Diamonds, Hockey Skates, Beavers & Bikes

Diamond mining was first introduced in Canada in the early 1990’s when geologists discovered the diamond-encrusted kimberlite pipes in the Canadian North. Currently, there are three major diamond mines in operation in NWT, all a short flight from Yellowknife which prompts the city to boast the title: “Diamond Capital of North America”.

In April (2016), we had the unique opportunity through our work to travel 300 km north of Yellowknife by small plane to one of these diamond mines. As soon as we took off northbound, the terrain closely resembled a tundra-like landscape; small trees, shrubs, and white barren lands as far as the eye could see. Since our plane flew so low to the ground, we had an amazing view of the vast networks of winter and ice roads from Yellowknife to the mine sites and across the Nunavut/NWT border. As we approached the mine site, we had a spectacular view of the open mining pits spiralling into the frozen ground. The mine site was a city in itself. Located on an island in the middle of the sub-arctic landscape, the mine site was a bustling hub of large machinery and industrial buildings.

It was interesting to learn about the operation of these mines in Canada. Canadian diamonds appeal to a market of those concerned about environmental and human rights issues as the mines place environmental standards above all and also provide northern communities with high-paying jobs.

When we returned to Yellowknife, we took advantage of the last days of ice in April by getting ourselves some ice skates and hockey sticks. With several rinks around the city (two of which were within walking distance of our house), there was plenty opportunity to test out our skills. The rink on Frame Lake was our go-to spot since, most often, we had the whole rink to ourselves! We were able to skate on Frame Lake safely up until the end of April when the city ceased upkeep and we were actually starting to hear the ice cracking under our skates.

Before the official melt, we also returned to pay a visit to the crumbling remains of the Snowcastle on Yellowknife Bay. It was a dramatic representation marking the end of the magical winter wonderland in Yellowknife and leading us into the spring thaw. April was a messy transition from snow and pebble-covered ice to loose pebbles on wet pavement. By the time May came along, the streets had melted and cleaned up and the sun was back for increasingly longer periods of time.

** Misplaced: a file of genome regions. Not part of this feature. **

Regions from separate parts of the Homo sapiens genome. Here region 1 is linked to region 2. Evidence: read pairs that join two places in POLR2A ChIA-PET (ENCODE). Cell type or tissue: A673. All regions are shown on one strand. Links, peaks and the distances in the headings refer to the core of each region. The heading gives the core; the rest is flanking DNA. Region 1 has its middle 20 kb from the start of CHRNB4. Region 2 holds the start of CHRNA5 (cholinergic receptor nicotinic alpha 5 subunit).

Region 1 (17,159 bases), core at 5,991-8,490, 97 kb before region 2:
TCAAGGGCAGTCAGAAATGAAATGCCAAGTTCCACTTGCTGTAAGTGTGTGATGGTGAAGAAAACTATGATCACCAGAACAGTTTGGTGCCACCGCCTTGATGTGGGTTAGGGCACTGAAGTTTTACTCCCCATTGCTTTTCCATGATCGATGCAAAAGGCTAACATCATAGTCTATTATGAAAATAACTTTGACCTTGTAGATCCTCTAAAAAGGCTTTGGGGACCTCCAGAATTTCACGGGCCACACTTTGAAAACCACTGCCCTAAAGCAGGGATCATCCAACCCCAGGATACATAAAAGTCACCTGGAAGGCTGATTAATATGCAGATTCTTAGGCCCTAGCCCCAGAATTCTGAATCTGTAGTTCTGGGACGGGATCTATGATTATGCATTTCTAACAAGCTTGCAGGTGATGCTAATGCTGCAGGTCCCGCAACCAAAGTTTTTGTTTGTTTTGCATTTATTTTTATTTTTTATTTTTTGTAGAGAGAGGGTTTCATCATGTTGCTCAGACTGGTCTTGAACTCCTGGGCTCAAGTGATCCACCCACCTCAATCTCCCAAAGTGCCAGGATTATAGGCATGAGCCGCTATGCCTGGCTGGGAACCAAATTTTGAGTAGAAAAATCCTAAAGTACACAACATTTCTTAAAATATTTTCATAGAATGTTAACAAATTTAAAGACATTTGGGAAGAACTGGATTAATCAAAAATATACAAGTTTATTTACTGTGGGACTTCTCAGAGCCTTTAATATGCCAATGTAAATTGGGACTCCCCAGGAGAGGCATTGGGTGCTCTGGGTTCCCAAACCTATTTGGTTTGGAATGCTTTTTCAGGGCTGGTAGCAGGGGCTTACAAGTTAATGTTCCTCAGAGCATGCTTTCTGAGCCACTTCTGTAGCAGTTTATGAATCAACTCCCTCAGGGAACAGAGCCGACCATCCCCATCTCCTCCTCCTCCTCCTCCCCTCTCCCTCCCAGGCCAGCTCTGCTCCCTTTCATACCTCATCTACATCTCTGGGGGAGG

In anticipation of the thaw, we had ordered ourselves two double inflatable kayaks so we would be able to take full advantage of the intricate networks of water around Yellowknife. At our first opportunity, we took our vessels out for a paddle on Vee Lake. Our spring thaw enthusiasm was rewarded by a beaver sighting! As we paddled up to get a closer look, the beaver displayed a clear warning sign that we were getting a little too close for comfort by slapping his tail in the water. We heeded his warning (picturing the size of his incisors and remembering that we were sitting in a vulnerably inflatable vessel) and paddled back to the dock excited about our wildlife sighting (and our apparent narrow escape from deflation).

At the end of May, we were (somehow) convinced to partake in the most intense endurance bike ride Yellowknife has to offer: YK2HR, AKA Yellowknife to Hay River, NT. That’s approximately 500 km over 3 days – on bicycle! Pretty much an insane endeavour, especially for two untrained cyclists riding 10-year-old hybrid bikes. We decided that the smartest way to participate was to mostly volunteer our physio services to the more serious cyclists. We biked about 30 km for fun and then followed the others, offering our assistance at rest stops along the route. Maybe next year (with some new bikes) we can be better prepared to ride…

Adam & Amanda

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